7th Armoured Brigade Headquarters and Signal Squadron (207)

3rd Regiment Royal Horse Artillery

The Royal Scots Dragoon Guards (Carabiniers and Greys)

9/12th Lancers (Prince of Wales's)

32nd Engineer Regiment

1st Battalion The Royal Regiment of Fusiliers

2nd Battalion The Royal Anglian Regiment

The Highlanders, 4th Battalion The Royal Regiment Of Scotland

2 Logistic Support Regiment, The Royal Logistic Corps

3 Close Support Medical Regiment

2 Close Support Battalion, Royal Electrical and Mechanical Engineers

111 Provost Company, 1st Regiment Royal Military Police

Elements of 5th Regiment Royal Artillery

Elements of 16th Regiment Royal Artillery

Elements of 32nd Regiment Royal Artillery

Elements of 47th Regiment Royal Artillery

Elements of 170 (Infrastructure Support) Engineer Group

Elements of 33 Engineer Regiment (Explosive Ordnance Disposal)

Elements of 2nd Signal Regiment, Royal Corps of Signals

Elements of 10th Signal Regiment, Royal Corps of Signals

Elements of 14th Signal Regiment (Electronic Warfare),Royal Corps of Signals

Elements of 21st Signal Regiment (Air Support), Royal Corps of Signals

Elements of 24 Postal Courier and Movement Regiment The Royal Logistic Corps

Elements of 9 Supply Regiment The Royal Logistic Corps

Elements of 11 Explosive Ordnance Disposal Regiment The Royal Logistic Corps

Elements of 17 Port and Maritime Regiment The Royal Logistic Corps

Elements of 27 Transport Regiment The Royal Logistic Corps

Elements of 29 Postal Courier and Movement Regiment The Royal Logistic Corps

Elements of 104 Military Working Dog Support Unit

Elements of 1 Military Intelligence Brigade

Elements of 1 Regiment Army Air Corps

Elements of 28 Squadron, Royal Air Force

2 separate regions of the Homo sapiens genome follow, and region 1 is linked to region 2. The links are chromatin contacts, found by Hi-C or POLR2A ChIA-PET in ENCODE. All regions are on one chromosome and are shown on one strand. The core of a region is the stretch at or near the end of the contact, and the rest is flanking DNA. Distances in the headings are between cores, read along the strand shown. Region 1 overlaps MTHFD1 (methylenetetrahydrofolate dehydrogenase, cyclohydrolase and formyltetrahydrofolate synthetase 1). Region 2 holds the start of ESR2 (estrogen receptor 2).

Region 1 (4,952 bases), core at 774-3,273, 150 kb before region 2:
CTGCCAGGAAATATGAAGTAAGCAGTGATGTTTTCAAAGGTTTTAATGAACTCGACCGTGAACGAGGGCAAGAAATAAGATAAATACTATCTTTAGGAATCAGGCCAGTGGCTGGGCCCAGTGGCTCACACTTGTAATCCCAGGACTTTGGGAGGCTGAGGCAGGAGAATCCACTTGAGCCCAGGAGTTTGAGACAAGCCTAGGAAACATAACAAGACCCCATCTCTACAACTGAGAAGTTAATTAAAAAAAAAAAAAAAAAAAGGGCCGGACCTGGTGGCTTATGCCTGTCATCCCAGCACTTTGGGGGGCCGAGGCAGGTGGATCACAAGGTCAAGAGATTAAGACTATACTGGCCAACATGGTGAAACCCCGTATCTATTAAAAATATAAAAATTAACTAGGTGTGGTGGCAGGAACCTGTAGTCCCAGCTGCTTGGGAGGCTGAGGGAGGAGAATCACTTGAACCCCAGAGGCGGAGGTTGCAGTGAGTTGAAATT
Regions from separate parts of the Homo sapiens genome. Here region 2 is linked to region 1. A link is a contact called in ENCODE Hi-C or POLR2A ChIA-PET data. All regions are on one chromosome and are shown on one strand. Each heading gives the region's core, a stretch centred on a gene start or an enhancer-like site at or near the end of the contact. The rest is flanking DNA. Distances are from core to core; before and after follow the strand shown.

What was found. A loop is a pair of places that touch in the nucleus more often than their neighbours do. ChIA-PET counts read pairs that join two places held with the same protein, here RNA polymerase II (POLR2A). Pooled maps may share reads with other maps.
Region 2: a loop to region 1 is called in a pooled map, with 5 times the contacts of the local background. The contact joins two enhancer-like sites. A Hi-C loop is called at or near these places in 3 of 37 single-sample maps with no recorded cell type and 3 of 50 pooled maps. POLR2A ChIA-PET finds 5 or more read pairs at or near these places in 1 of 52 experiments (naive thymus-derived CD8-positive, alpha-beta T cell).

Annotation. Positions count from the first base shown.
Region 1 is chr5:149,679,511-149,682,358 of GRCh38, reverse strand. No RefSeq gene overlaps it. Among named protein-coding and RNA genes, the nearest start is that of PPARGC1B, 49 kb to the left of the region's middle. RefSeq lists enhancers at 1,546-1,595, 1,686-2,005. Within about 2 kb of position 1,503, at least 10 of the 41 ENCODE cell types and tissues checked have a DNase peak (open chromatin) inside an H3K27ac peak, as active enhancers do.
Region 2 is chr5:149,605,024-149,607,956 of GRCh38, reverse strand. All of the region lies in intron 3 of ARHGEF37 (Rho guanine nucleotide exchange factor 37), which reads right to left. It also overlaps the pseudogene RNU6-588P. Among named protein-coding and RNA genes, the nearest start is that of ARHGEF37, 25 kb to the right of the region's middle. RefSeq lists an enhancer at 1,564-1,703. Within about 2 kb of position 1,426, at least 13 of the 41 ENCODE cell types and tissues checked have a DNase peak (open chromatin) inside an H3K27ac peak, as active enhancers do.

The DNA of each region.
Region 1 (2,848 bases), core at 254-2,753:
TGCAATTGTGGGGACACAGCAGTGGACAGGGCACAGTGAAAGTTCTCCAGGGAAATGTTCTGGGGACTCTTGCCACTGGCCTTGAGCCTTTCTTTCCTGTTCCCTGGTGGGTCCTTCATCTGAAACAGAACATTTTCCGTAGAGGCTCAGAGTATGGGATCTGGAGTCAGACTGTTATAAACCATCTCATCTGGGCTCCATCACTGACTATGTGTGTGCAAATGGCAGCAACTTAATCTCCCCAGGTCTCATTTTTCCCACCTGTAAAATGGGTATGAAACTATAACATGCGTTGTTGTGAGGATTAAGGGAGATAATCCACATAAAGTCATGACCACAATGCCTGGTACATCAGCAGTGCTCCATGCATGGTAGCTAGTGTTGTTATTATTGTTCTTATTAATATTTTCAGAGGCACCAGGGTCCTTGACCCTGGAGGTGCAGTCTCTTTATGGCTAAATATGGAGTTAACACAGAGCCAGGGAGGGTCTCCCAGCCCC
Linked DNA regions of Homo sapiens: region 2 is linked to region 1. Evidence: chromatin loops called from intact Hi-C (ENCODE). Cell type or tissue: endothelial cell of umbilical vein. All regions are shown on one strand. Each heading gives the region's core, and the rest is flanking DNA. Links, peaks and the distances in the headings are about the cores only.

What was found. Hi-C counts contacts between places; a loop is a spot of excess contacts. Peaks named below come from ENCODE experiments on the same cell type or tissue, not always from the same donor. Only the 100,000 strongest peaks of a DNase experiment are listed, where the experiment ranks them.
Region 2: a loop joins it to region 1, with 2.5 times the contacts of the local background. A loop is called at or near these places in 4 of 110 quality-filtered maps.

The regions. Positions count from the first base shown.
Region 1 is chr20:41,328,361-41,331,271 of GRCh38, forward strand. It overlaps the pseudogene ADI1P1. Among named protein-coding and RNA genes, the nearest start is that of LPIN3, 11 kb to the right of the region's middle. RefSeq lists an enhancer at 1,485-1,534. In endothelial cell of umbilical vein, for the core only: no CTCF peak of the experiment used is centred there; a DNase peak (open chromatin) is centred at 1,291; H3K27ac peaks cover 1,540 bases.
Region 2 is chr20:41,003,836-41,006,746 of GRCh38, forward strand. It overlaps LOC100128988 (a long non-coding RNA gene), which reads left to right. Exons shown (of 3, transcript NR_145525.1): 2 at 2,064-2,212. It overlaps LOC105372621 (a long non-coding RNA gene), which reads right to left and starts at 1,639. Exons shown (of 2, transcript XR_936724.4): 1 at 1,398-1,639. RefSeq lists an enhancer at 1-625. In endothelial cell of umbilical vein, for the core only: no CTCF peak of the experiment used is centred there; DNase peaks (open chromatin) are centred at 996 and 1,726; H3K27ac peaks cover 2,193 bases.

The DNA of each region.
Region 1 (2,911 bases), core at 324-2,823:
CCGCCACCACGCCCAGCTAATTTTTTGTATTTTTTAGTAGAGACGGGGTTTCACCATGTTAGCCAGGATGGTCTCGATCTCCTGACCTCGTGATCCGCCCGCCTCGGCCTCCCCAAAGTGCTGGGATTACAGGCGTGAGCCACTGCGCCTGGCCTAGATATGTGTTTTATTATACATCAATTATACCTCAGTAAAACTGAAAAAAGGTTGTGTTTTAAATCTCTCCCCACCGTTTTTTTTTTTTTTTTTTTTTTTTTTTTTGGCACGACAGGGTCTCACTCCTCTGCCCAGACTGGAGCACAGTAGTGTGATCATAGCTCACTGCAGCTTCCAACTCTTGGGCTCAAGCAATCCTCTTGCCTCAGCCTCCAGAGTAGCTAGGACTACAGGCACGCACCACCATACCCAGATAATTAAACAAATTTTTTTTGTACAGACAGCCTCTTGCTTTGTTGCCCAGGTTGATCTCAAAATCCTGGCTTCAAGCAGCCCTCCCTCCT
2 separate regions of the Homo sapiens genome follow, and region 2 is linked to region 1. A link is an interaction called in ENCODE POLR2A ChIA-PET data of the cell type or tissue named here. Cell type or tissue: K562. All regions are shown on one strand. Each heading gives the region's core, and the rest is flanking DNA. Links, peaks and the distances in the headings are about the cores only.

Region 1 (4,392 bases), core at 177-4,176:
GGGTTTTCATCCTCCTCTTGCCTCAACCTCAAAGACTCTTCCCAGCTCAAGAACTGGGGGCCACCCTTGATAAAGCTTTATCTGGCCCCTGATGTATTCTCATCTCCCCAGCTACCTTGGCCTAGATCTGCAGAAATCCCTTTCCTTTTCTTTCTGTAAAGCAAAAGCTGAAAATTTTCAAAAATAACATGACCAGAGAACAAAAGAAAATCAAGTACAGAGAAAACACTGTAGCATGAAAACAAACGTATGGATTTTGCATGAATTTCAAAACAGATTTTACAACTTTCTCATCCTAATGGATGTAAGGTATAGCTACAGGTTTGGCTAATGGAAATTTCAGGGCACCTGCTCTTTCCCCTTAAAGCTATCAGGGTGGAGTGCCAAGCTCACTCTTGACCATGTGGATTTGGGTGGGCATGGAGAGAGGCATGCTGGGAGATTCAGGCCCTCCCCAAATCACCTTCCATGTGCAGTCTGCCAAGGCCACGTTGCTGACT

Elements of 78 Squadron, Royal Air Force

Elements of Tactical Supply Wing, Royal Air Force

Elements of Joint Helicopter Support Unit, Royal Air Force

Elements of Joint Medical Command

Members of the reserve forces will continue to deploy to Iraq as part of this force package, and we expect to issue around 290 call-out notices in order to fill some 220 posts during the TELIC 12 roulement period. Prior to their deployment and on completion of their mobilisation procedures, the reservists will undertake a period of training and integration with their respective units. For the majority, their deployment to theatre will commence in May and most will serve on operations for six to seven months, although some may have shorter tours. The reservists will predominantly reinforce regular units and perform a wide range of activities including force protection duties, intelligence and logistic tasks. As part of this commitment, we also expect up to 50 members of the sponsored reserves to be in theatre at any one time.

Force levels will be kept under review, and we will look to make further reductions over the course of the TELIC 12 deployment if conditions allow and on the advice of commanders on the ground. I will, of course, keep Parliament informed of developments.